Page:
Can a group of heavily caffeinated young people help pave the way for your business and branding success? Only if you look behind the surface and pay attention to the real message. This morning I was enjoying my morning Diet Dew and listening to the radio. The "Dewmocracy" commercial came across the radio letting me know that "I could be part of a crucial moment in history...helping to choose the next permanent flavor of the Mountain Dew." I'm sure that this "historic" moment pales in comparison to the signing of the Declaration of Independence, or marching on Selma, but I have always been fascinated by the unique and provocative ad campaigns that my favorite soda churns out.

Here are 3 crucial ways that this ad campaign ties into your business and your career:

1. Understand what is important to your clientele. Most Dew drinkers are 12-30 years old. That makes them part of 2 pivotal generations: Generation Y and Generation Next. These generations DEMAND to belong to something. What better way to belong to something than to be one of 3,200,498 votes that is on store shelves.

Why not create some kind of promotion within your business where people can vote for their favorite product or service within your business? Whether you offer 3 unique styles of necklaces that people could vote on, a favorite new logo for your business, or a tee shirt design; people will gladly offer their two cents.

2. Capture your client's information. It amazes me how many businesses pay huge money to get their phone to ring, doorbell to chime, or email inbox to ping. Yet they don't capture the client's information. The Dew Crew takes things a bit further by asking not only your contact information, but also offers to show you (via Facebook) what your friends thought of each flavor.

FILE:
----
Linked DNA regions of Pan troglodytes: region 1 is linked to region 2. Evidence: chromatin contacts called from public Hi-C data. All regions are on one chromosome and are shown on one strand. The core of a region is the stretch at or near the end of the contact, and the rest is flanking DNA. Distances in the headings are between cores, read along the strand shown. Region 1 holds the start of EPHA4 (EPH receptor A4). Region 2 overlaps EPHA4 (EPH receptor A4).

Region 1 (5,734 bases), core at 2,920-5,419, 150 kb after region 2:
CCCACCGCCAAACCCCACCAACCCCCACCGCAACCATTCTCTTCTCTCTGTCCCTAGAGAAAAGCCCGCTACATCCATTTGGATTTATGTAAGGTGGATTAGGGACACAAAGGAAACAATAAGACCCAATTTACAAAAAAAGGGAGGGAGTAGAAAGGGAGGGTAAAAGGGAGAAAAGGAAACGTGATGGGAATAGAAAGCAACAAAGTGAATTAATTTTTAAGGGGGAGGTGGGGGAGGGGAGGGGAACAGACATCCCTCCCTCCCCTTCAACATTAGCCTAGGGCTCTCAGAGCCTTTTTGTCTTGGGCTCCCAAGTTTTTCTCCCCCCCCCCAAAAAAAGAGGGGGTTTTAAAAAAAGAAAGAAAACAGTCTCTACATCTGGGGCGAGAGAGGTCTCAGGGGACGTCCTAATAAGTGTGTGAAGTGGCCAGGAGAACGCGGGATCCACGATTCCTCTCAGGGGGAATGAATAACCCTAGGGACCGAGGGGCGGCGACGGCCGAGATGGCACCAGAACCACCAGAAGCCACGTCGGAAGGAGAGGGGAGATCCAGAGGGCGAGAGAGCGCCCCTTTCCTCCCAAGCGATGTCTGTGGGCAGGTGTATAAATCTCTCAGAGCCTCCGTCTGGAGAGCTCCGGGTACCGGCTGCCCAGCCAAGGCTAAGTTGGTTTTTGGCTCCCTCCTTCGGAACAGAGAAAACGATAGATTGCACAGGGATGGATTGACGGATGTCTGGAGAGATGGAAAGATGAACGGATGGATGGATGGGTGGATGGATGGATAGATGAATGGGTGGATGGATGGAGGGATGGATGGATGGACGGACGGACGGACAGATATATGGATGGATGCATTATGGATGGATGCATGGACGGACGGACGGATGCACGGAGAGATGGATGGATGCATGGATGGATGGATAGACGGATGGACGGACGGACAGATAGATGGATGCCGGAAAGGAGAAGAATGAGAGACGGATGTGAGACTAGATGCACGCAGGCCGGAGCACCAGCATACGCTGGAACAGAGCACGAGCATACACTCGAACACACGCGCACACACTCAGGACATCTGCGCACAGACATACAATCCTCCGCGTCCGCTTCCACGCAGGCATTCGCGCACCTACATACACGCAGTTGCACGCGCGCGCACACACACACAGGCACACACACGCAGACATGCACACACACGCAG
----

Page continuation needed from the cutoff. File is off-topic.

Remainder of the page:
This is NOT about picking a flavor. It is about tapping into the primary communication style of your target market. I highly doubt that someone marketing dentures to senior citizens would utilize social media as their primary communication method. Different vehicles are much more effective when reaching an older demographic. If you are not that web savvy, find a high school or college age student to help you out with getting your presence out on the web. It doesn't matter how it gets done, it just matters that it gets done.

3. Keep in communication with your clientele. If you are not in front of your prospects at least every other week, your competition is. Don't let them get away. Whether it is an email magazine, articles that you write for industry publications that your target market reads, or simply sending a random card to your clients; you need to stay on their radar screen!

If you open your eyes and ears to what is going on around you and implement a crazy campaign or two, great things are bound to happen!

For more information about booking The Shef for your next event, visit http://www.theshef.comor call our offices at 1-800-863-2591.

Friday, May 14, 2010

Have You Stepped UP?

Enthusiasm is so essential for success in any endeavor. No matter what your goal, ambition, or dream may be; the chances of it becoming a reality is nill if there is no excitement to propel you forward.

When people are ready to do whatever it may take to succeed, when they are willing to take that final step; that is when the world takes notice. Don't just ponder and get ready to get ready. The above clip was shot at a banking convention I spoke at in Atlanta, GA this week. ENJOY!!
For more information about booking The Shef for your next event, visit http://www.theshef.comor call our offices at 1-800-863-2591.

Wednesday, May 12, 2010

Ukulele Lessons and Success

One of the greatest things about speaking at conventions is that I get to travel to various parts of the map. Friends that have moved away whom I have not seen in years are a bit easier to visit when I happen to have a speaking engagement in their area. Last night I was treated to an amazing evening with my friends, Cleve and Michelle Gaddis, and their 4 daughters. They happen to be in the Atlanta metro area which is where I'm speaking this afternoon.